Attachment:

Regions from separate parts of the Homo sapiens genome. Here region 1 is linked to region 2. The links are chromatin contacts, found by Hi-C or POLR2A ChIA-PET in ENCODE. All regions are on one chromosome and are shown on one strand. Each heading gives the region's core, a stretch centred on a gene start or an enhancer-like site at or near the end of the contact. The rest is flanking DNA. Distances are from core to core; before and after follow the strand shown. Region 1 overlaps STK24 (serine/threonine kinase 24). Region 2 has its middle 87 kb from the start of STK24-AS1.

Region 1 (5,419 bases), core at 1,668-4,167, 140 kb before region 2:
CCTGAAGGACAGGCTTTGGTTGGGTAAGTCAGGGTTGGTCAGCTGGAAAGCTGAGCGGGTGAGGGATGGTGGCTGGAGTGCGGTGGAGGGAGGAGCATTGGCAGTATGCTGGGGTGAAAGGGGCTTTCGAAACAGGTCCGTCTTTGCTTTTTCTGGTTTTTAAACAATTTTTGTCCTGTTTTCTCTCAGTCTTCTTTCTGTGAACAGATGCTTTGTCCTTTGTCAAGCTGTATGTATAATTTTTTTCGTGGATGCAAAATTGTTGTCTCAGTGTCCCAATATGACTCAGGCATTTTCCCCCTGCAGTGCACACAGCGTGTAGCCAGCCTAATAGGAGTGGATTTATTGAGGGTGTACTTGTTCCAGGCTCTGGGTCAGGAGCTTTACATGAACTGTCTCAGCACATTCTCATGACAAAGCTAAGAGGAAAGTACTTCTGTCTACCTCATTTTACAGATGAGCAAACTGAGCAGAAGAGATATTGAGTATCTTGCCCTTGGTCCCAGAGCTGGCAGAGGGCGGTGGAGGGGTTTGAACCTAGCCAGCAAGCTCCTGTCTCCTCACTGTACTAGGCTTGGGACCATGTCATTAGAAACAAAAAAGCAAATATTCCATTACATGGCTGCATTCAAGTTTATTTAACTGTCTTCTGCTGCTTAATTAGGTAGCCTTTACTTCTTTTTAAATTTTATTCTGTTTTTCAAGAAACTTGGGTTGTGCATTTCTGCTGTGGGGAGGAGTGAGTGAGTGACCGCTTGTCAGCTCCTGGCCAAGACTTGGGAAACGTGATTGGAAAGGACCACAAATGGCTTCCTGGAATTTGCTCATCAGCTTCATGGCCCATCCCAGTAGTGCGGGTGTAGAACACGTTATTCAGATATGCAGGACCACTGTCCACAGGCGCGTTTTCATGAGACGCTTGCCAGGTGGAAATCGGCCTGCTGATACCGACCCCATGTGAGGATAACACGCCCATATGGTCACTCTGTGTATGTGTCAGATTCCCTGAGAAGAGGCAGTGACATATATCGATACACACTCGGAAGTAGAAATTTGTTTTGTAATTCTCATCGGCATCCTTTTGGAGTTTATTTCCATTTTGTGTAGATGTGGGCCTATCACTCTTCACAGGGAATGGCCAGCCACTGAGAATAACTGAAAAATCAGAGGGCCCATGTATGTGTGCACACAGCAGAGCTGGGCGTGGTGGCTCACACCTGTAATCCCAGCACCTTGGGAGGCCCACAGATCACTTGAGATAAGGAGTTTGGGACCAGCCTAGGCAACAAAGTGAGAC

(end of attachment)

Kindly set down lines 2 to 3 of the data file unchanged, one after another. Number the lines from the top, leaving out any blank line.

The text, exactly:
Region 1 (5,419 bases), core at 1,668-4,167, 140 kb before region 2:
CCTGAAGGACAGGCTTTGGTTGGGTAAGTCAGGGTTGGTCAGCTGGAAAGCTGAGCGGGTGAGGGATGGTGGCTGGAGTGCGGTGGAGGGAGGAGCATTGGCAGTATGCTGGGGTGAAAGGGGCTTTCGAAACAGGTCCGTCTTTGCTTTTTCTGGTTTTTAAACAATTTTTGTCCTGTTTTCTCTCAGTCTTCTTTCTGTGAACAGATGCTTTGTCCTTTGTCAAGCTGTATGTATAATTTTTTTCGTGGATGCAAAATTGTTGTCTCAGTGTCCCAATATGACTCAGGCATTTTCCCCCTGCAGTGCACACAGCGTGTAGCCAGCCTAATAGGAGTGGATTTATTGAGGGTGTACTTGTTCCAGGCTCTGGGTCAGGAGCTTTACATGAACTGTCTCAGCACATTCTCATGACAAAGCTAAGAGGAAAGTACTTCTGTCTACCTCATTTTACAGATGAGCAAACTGAGCAGAAGAGATATTGAGTATCTTGCCCTTGGTCCCAGAGCTGGCAGAGGGCGGTGGAGGGGTTTGAACCTAGCCAGCAAGCTCCTGTCTCCTCACTGTACTAGGCTTGGGACCATGTCATTAGAAACAAAAAAGCAAATATTCCATTACATGGCTGCATTCAAGTTTATTTAACTGTCTTCTGCTGCTTAATTAGGTAGCCTTTACTTCTTTTTAAATTTTATTCTGTTTTTCAAGAAACTTGGGTTGTGCATTTCTGCTGTGGGGAGGAGTGAGTGAGTGACCGCTTGTCAGCTCCTGGCCAAGACTTGGGAAACGTGATTGGAAAGGACCACAAATGGCTTCCTGGAATTTGCTCATCAGCTTCATGGCCCATCCCAGTAGTGCGGGTGTAGAACACGTTATTCAGATATGCAGGACCACTGTCCACAGGCGCGTTTTCATGAGACGCTTGCCAGGTGGAAATCGGCCTGCTGATACCGACCCCATGTGAGGATAACACGCCCATATGGTCACTCTGTGTATGTGTCAGATTCCCTGAGAAGAGGCAGTGACATATATCGATACACACTCGGAAGTAGAAATTTGTTTTGTAATTCTCATCGGCATCCTTTTGGAGTTTATTTCCATTTTGTGTAGATGTGGGCCTATCACTCTTCACAGGGAATGGCCAGCCACTGAGAATAACTGAAAAATCAGAGGGCCCATGTATGTGTGCACACAGCAGAGCTGGGCGTGGTGGCTCACACCTGTAATCCCAGCACCTTGGGAGGCCCACAGATCACTTGAGATAAGGAGTTTGGGACCAGCCTAGGCAACAAAGTGAGAC